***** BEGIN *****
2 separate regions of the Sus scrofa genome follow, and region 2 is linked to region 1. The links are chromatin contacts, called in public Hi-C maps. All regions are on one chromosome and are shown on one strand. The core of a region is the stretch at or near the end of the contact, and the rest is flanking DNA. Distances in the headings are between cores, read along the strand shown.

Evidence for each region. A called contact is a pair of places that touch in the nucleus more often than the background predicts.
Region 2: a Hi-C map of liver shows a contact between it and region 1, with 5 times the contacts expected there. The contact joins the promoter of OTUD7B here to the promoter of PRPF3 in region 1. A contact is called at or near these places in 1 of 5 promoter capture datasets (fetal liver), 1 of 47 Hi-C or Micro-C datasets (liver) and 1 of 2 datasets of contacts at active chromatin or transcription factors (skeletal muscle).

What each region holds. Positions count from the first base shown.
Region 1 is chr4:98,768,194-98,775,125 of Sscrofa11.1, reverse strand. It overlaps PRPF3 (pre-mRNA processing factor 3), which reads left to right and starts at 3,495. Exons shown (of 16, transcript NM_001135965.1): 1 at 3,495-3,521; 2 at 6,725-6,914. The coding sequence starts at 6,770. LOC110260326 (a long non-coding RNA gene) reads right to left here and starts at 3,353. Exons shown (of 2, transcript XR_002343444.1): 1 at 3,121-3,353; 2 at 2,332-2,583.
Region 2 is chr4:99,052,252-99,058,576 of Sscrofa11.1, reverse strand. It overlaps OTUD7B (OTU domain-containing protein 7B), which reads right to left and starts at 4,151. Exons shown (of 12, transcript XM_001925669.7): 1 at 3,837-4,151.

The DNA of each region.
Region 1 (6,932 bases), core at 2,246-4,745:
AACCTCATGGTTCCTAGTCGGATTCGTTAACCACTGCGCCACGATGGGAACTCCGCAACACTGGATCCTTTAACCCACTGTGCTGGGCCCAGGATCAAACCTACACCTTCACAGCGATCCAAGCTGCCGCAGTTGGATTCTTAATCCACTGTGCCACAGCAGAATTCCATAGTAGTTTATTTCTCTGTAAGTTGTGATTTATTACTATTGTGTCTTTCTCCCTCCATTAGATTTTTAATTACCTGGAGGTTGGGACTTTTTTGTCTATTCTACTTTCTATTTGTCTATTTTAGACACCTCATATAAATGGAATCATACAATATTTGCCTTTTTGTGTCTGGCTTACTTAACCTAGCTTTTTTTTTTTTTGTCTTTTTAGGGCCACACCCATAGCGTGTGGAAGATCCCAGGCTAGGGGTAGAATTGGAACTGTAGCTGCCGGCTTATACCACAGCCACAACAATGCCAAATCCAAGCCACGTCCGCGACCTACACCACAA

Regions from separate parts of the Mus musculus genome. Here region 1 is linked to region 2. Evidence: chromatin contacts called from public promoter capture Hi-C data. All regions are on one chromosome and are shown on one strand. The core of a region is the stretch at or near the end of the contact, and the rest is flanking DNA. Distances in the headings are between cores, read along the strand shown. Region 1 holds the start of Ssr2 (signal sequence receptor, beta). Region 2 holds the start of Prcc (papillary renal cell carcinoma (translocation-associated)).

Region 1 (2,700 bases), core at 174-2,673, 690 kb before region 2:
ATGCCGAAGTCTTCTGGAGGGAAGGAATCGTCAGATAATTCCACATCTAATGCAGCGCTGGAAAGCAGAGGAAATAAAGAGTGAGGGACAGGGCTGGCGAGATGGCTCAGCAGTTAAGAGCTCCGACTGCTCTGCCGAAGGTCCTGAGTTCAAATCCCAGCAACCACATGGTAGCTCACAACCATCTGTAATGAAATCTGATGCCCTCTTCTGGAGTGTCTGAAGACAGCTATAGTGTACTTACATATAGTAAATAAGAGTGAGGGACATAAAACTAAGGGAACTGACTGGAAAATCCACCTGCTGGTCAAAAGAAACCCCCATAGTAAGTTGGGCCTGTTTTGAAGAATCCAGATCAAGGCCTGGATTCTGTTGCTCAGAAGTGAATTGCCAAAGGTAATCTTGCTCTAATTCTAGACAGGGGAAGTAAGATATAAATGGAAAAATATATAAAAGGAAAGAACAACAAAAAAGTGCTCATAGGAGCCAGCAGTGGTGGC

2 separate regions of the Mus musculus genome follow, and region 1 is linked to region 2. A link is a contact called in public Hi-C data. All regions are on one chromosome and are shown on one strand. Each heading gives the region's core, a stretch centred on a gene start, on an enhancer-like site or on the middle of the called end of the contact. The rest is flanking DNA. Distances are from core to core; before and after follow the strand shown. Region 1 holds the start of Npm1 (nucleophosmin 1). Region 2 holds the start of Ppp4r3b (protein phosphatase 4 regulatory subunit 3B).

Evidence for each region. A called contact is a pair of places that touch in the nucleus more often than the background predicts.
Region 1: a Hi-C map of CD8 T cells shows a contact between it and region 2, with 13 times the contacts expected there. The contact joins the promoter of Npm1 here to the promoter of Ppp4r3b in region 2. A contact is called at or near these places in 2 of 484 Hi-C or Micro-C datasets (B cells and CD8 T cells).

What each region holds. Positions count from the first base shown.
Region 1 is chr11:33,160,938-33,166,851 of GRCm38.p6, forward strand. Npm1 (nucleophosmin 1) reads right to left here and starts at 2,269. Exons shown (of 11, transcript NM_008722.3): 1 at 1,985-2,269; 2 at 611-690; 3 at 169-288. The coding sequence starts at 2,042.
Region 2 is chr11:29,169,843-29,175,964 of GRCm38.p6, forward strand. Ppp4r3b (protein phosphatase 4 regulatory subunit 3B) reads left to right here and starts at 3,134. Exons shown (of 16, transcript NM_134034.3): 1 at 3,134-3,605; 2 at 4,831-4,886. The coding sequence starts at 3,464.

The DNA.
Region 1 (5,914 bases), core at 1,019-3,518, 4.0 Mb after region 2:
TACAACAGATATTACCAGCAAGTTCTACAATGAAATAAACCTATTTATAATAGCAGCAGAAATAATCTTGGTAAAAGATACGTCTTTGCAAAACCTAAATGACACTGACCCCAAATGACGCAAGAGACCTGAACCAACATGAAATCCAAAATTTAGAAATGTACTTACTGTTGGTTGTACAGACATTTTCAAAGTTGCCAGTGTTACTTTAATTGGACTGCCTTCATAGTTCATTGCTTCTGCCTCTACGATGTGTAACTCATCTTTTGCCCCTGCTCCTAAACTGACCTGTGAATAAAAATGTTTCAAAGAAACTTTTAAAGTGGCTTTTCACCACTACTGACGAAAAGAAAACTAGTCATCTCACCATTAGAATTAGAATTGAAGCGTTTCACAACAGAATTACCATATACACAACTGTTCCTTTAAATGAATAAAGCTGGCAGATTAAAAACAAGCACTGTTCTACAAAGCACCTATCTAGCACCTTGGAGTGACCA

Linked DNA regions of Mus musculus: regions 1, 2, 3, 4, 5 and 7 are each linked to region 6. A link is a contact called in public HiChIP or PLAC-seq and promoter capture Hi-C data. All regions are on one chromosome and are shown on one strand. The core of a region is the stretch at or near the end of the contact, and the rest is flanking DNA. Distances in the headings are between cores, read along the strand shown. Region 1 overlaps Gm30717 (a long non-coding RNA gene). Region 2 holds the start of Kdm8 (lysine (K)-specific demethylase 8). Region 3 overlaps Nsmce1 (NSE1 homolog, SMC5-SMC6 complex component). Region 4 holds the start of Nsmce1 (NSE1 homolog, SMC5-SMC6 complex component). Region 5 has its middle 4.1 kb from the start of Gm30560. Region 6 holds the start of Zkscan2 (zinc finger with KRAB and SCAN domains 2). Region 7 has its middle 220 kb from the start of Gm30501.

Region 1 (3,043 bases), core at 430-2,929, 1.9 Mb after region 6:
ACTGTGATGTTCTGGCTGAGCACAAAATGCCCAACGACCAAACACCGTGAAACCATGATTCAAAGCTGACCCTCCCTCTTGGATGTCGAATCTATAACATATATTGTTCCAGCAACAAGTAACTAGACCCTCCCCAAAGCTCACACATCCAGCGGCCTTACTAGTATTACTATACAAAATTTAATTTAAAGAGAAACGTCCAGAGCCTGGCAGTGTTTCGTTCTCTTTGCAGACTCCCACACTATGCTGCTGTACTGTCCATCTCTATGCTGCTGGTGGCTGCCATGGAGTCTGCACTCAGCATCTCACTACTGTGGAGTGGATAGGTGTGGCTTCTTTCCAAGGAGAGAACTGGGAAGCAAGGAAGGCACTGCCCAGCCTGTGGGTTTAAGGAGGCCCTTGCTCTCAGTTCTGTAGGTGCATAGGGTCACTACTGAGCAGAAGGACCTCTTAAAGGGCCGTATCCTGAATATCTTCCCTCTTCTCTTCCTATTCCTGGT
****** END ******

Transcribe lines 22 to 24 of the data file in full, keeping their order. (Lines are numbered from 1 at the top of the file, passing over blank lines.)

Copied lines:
Linked DNA regions of Mus musculus: regions 1, 2, 3, 4, 5 and 7 are each linked to region 6. A link is a contact called in public HiChIP or PLAC-seq and promoter capture Hi-C data. All regions are on one chromosome and are shown on one strand. The core of a region is the stretch at or near the end of the contact, and the rest is flanking DNA. Distances in the headings are between cores, read along the strand shown. Region 1 overlaps Gm30717 (a long non-coding RNA gene). Region 2 holds the start of Kdm8 (lysine (K)-specific demethylase 8). Region 3 overlaps Nsmce1 (NSE1 homolog, SMC5-SMC6 complex component). Region 4 holds the start of Nsmce1 (NSE1 homolog, SMC5-SMC6 complex component). Region 5 has its middle 4.1 kb from the start of Gm30560. Region 6 holds the start of Zkscan2 (zinc finger with KRAB and SCAN domains 2). Region 7 has its middle 220 kb from the start of Gm30501.

Region 1 (3,043 bases), core at 430-2,929, 1.9 Mb after region 6:
ACTGTGATGTTCTGGCTGAGCACAAAATGCCCAACGACCAAACACCGTGAAACCATGATTCAAAGCTGACCCTCCCTCTTGGATGTCGAATCTATAACATATATTGTTCCAGCAACAAGTAACTAGACCCTCCCCAAAGCTCACACATCCAGCGGCCTTACTAGTATTACTATACAAAATTTAATTTAAAGAGAAACGTCCAGAGCCTGGCAGTGTTTCGTTCTCTTTGCAGACTCCCACACTATGCTGCTGTACTGTCCATCTCTATGCTGCTGGTGGCTGCCATGGAGTCTGCACTCAGCATCTCACTACTGTGGAGTGGATAGGTGTGGCTTCTTTCCAAGGAGAGAACTGGGAAGCAAGGAAGGCACTGCCCAGCCTGTGGGTTTAAGGAGGCCCTTGCTCTCAGTTCTGTAGGTGCATAGGGTCACTACTGAGCAGAAGGACCTCTTAAAGGGCCGTATCCTGAATATCTTCCCTCTTCTCTTCCTATTCCTGGT